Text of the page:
One Elder stated "There were hard times, good and bad times! There was racism in the work place but some people moved together. Those who were together were fine; those who were not – you kept apart. There were more comradeship and you had white neighbours who would help". It was mentioned that many young people from the host community went to Youth clubs and other organised after school activities. African and Caribbean youths found it difficult to blend in and therefore formed there own places to hang out.
It was mentioned that lots of jobs were available with wages around $10 Shillings increasing to £4.10 a week. If you worked on the building site you got £8-£9 a week with bonus to make up.
In contrast to the 1950s which were “doom and gloom”, the 60s brought a freedom, which didn’t exist beforehand –One Elder remarked "West Indian parents were so very strict – but in the 1960s you didn't have to conform; you could go crazy and walk out; let it all hang out. Flower power was wonderful – people mixed together. People talked about peace and love. It was a time of Mods and Rockers – young men on the motor bikes and tearing around! "
The 1960s was a period of protests songs; artists such as Bob Dylan sang songs that young people related to.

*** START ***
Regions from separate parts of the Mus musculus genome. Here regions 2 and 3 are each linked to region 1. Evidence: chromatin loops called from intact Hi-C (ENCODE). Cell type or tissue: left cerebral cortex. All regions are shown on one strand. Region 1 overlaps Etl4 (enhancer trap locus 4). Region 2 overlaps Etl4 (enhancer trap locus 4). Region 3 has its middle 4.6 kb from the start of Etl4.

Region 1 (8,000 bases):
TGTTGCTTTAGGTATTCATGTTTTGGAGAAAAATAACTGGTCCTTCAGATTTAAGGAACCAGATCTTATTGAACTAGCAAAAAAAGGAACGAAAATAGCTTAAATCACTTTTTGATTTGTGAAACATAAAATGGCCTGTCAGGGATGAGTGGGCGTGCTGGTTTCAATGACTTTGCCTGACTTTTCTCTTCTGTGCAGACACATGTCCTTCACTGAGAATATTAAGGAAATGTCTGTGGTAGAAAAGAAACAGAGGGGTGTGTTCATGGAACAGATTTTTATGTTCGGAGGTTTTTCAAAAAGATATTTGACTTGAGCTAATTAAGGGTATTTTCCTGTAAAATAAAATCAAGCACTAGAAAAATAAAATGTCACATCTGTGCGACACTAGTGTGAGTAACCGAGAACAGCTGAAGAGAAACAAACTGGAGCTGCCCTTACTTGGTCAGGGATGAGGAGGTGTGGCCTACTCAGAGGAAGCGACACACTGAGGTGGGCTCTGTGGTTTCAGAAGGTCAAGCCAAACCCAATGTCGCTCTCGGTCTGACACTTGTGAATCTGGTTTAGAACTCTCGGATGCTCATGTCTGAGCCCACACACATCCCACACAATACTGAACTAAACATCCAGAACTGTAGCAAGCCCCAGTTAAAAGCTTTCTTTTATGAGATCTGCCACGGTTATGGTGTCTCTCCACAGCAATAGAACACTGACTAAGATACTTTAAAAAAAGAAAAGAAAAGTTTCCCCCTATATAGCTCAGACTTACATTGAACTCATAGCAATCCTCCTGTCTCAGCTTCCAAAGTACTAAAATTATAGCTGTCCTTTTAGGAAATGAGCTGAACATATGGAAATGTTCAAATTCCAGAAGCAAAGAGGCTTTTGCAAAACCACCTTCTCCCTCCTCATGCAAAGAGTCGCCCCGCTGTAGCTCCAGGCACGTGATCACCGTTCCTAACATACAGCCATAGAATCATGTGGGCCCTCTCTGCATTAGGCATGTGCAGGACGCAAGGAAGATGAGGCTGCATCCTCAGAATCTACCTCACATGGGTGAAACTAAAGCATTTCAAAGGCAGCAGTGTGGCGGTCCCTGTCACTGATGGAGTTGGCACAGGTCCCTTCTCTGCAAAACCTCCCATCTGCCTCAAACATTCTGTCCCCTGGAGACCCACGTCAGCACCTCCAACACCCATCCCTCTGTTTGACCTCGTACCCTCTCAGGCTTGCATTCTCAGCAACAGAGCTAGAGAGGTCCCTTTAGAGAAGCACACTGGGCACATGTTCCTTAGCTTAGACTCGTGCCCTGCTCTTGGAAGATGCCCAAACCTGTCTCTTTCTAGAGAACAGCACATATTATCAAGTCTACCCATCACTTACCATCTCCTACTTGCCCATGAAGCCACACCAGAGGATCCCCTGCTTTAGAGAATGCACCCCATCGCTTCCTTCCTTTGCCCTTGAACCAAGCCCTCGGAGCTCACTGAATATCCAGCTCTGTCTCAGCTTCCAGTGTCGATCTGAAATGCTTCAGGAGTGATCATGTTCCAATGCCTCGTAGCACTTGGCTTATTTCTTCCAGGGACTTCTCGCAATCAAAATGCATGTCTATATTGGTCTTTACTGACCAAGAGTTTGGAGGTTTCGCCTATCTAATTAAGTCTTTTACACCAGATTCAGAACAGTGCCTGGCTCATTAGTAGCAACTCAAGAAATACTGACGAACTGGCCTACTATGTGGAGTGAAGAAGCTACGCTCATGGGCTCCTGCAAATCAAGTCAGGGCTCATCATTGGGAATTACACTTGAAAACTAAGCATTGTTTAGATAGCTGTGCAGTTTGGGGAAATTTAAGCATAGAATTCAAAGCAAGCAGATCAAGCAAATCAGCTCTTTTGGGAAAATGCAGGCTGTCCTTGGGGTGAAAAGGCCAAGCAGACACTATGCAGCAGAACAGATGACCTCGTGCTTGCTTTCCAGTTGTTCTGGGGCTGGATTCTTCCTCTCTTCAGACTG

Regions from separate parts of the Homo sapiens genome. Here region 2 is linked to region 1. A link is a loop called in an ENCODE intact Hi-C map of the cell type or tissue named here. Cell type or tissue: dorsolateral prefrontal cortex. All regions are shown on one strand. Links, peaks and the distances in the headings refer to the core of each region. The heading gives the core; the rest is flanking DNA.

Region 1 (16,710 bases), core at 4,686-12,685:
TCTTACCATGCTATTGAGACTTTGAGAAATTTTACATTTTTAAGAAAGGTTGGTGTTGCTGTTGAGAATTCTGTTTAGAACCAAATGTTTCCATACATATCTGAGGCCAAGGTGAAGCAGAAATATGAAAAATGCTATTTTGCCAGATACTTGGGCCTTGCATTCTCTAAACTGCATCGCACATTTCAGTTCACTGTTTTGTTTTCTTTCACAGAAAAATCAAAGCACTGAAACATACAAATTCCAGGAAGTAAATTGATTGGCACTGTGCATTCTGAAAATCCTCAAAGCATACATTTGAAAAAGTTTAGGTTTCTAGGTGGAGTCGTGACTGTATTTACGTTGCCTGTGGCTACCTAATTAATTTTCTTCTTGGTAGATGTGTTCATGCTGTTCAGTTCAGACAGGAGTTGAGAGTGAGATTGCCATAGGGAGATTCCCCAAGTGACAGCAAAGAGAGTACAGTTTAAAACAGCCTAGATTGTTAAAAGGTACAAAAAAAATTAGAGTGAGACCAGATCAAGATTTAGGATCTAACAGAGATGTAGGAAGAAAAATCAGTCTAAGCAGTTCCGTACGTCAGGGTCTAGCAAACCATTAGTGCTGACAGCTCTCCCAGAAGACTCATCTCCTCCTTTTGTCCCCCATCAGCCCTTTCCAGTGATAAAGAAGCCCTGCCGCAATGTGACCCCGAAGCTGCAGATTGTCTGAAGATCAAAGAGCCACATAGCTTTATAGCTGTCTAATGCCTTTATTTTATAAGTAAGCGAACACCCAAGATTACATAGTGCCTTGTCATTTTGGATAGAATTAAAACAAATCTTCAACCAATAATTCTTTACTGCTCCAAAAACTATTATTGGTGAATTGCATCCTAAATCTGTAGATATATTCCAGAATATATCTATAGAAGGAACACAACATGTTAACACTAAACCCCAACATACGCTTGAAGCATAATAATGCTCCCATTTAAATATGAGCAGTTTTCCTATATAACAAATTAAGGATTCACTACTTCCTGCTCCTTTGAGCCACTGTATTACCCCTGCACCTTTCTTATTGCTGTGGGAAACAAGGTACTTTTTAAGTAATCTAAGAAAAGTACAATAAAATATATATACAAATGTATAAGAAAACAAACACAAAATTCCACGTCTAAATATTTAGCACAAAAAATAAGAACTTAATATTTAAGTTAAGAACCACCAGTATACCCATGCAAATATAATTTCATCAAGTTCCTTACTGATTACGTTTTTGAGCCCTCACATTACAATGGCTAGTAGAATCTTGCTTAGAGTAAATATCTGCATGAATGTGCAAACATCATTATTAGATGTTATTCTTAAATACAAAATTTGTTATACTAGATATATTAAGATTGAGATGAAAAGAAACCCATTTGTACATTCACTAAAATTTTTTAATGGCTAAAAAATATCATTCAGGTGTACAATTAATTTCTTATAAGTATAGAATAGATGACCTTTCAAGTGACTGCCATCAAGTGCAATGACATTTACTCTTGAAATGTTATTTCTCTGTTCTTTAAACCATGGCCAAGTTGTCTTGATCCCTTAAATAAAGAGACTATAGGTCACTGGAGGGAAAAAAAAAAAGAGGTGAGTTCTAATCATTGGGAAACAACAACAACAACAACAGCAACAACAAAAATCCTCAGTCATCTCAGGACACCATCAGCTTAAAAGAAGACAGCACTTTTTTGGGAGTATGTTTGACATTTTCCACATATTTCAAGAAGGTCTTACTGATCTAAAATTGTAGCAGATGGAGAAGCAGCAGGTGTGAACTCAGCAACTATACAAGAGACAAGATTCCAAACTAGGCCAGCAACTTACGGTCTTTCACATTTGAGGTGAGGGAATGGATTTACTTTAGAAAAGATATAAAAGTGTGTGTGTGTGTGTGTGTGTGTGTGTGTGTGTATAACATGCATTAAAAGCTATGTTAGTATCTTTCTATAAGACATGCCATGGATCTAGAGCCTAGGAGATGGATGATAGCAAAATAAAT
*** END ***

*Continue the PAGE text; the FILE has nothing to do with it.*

It was a period when drugs were more openly available and taken – “but it made us them peaceful!" commented one elder.
People became more independent – completely different from parents – more freedom was experienced by young people. The introduction of the contraceptive pill on the NHS was one example of change.
One Elder believed there would be no more war. Then came the Vietnam War, "I remember – going on a march – from Ladbroke Grove to the American Embassy –in 3 August 1963 in support of the Civil Rights Movement".
Message to the Young from an Elder
"We paved the way for all young people today – we established the foundation. We need to talk about how we can stop what’s happening now to our young people – take the issues to the councils; local and central government. We don’t want to read about stabbings!"
"This was an unique occasion for Elders from diverse communites to share their experiences of Hanging Out in Lambeth from the 1950s and 1960s"